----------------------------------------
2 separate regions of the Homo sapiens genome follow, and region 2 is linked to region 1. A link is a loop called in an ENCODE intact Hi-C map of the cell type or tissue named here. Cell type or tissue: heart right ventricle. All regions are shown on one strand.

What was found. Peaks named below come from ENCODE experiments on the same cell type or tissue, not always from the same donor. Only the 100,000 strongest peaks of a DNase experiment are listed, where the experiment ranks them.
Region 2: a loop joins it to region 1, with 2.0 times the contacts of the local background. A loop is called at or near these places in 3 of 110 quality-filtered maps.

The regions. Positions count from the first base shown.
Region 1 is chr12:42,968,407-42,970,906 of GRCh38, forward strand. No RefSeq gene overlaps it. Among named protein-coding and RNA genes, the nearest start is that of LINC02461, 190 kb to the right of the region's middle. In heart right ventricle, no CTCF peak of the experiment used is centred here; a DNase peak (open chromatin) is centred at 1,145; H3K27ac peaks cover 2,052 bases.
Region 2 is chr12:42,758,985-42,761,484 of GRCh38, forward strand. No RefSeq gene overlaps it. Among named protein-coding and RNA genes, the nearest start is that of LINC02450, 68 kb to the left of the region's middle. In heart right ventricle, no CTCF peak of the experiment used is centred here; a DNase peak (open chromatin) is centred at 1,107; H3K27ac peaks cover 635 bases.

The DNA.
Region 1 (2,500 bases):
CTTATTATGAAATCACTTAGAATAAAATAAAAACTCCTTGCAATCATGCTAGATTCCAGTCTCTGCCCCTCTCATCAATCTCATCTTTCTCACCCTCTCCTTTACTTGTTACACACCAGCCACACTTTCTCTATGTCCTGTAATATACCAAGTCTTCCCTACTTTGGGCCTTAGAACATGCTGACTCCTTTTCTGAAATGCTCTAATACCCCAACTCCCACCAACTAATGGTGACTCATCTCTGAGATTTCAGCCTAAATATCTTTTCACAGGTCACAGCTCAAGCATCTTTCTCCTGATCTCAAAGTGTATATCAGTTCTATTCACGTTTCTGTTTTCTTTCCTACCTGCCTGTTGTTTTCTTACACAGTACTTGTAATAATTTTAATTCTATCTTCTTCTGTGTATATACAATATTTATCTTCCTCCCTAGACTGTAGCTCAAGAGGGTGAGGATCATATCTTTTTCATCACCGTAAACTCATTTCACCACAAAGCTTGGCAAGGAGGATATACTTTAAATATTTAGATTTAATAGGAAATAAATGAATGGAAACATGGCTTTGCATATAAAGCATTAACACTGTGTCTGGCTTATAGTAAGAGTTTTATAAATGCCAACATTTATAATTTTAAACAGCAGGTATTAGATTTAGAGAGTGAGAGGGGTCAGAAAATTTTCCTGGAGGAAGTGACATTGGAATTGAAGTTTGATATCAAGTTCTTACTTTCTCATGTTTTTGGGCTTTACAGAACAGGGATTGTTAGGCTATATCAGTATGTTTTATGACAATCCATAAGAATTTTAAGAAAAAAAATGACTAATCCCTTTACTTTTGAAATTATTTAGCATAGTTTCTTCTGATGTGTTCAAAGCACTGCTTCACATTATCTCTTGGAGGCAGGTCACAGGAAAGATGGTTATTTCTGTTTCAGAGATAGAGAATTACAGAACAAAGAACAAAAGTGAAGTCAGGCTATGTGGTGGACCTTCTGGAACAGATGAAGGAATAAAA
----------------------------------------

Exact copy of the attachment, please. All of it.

2 separate regions of the Homo sapiens genome follow, and region 2 is linked to region 1. A link is a loop called in an ENCODE intact Hi-C map of the cell type or tissue named here. Cell type or tissue: heart right ventricle. All regions are shown on one strand.

What was found. Peaks named below come from ENCODE experiments on the same cell type or tissue, not always from the same donor. Only the 100,000 strongest peaks of a DNase experiment are listed, where the experiment ranks them.
Region 2: a loop joins it to region 1, with 2.0 times the contacts of the local background. A loop is called at or near these places in 3 of 110 quality-filtered maps.

The regions. Positions count from the first base shown.
Region 1 is chr12:42,968,407-42,970,906 of GRCh38, forward strand. No RefSeq gene overlaps it. Among named protein-coding and RNA genes, the nearest start is that of LINC02461, 190 kb to the right of the region's middle. In heart right ventricle, no CTCF peak of the experiment used is centred here; a DNase peak (open chromatin) is centred at 1,145; H3K27ac peaks cover 2,052 bases.
Region 2 is chr12:42,758,985-42,761,484 of GRCh38, forward strand. No RefSeq gene overlaps it. Among named protein-coding and RNA genes, the nearest start is that of LINC02450, 68 kb to the left of the region's middle. In heart right ventricle, no CTCF peak of the experiment used is centred here; a DNase peak (open chromatin) is centred at 1,107; H3K27ac peaks cover 635 bases.

The DNA.
Region 1 (2,500 bases):
CTTATTATGAAATCACTTAGAATAAAATAAAAACTCCTTGCAATCATGCTAGATTCCAGTCTCTGCCCCTCTCATCAATCTCATCTTTCTCACCCTCTCCTTTACTTGTTACACACCAGCCACACTTTCTCTATGTCCTGTAATATACCAAGTCTTCCCTACTTTGGGCCTTAGAACATGCTGACTCCTTTTCTGAAATGCTCTAATACCCCAACTCCCACCAACTAATGGTGACTCATCTCTGAGATTTCAGCCTAAATATCTTTTCACAGGTCACAGCTCAAGCATCTTTCTCCTGATCTCAAAGTGTATATCAGTTCTATTCACGTTTCTGTTTTCTTTCCTACCTGCCTGTTGTTTTCTTACACAGTACTTGTAATAATTTTAATTCTATCTTCTTCTGTGTATATACAATATTTATCTTCCTCCCTAGACTGTAGCTCAAGAGGGTGAGGATCATATCTTTTTCATCACCGTAAACTCATTTCACCACAAAGCTTGGCAAGGAGGATATACTTTAAATATTTAGATTTAATAGGAAATAAATGAATGGAAACATGGCTTTGCATATAAAGCATTAACACTGTGTCTGGCTTATAGTAAGAGTTTTATAAATGCCAACATTTATAATTTTAAACAGCAGGTATTAGATTTAGAGAGTGAGAGGGGTCAGAAAATTTTCCTGGAGGAAGTGACATTGGAATTGAAGTTTGATATCAAGTTCTTACTTTCTCATGTTTTTGGGCTTTACAGAACAGGGATTGTTAGGCTATATCAGTATGTTTTATGACAATCCATAAGAATTTTAAGAAAAAAAATGACTAATCCCTTTACTTTTGAAATTATTTAGCATAGTTTCTTCTGATGTGTTCAAAGCACTGCTTCACATTATCTCTTGGAGGCAGGTCACAGGAAAGATGGTTATTTCTGTTTCAGAGATAGAGAATTACAGAACAAAGAACAAAAGTGAAGTCAGGCTATGTGGTGGACCTTCTGGAACAGATGAAGGAATAAAA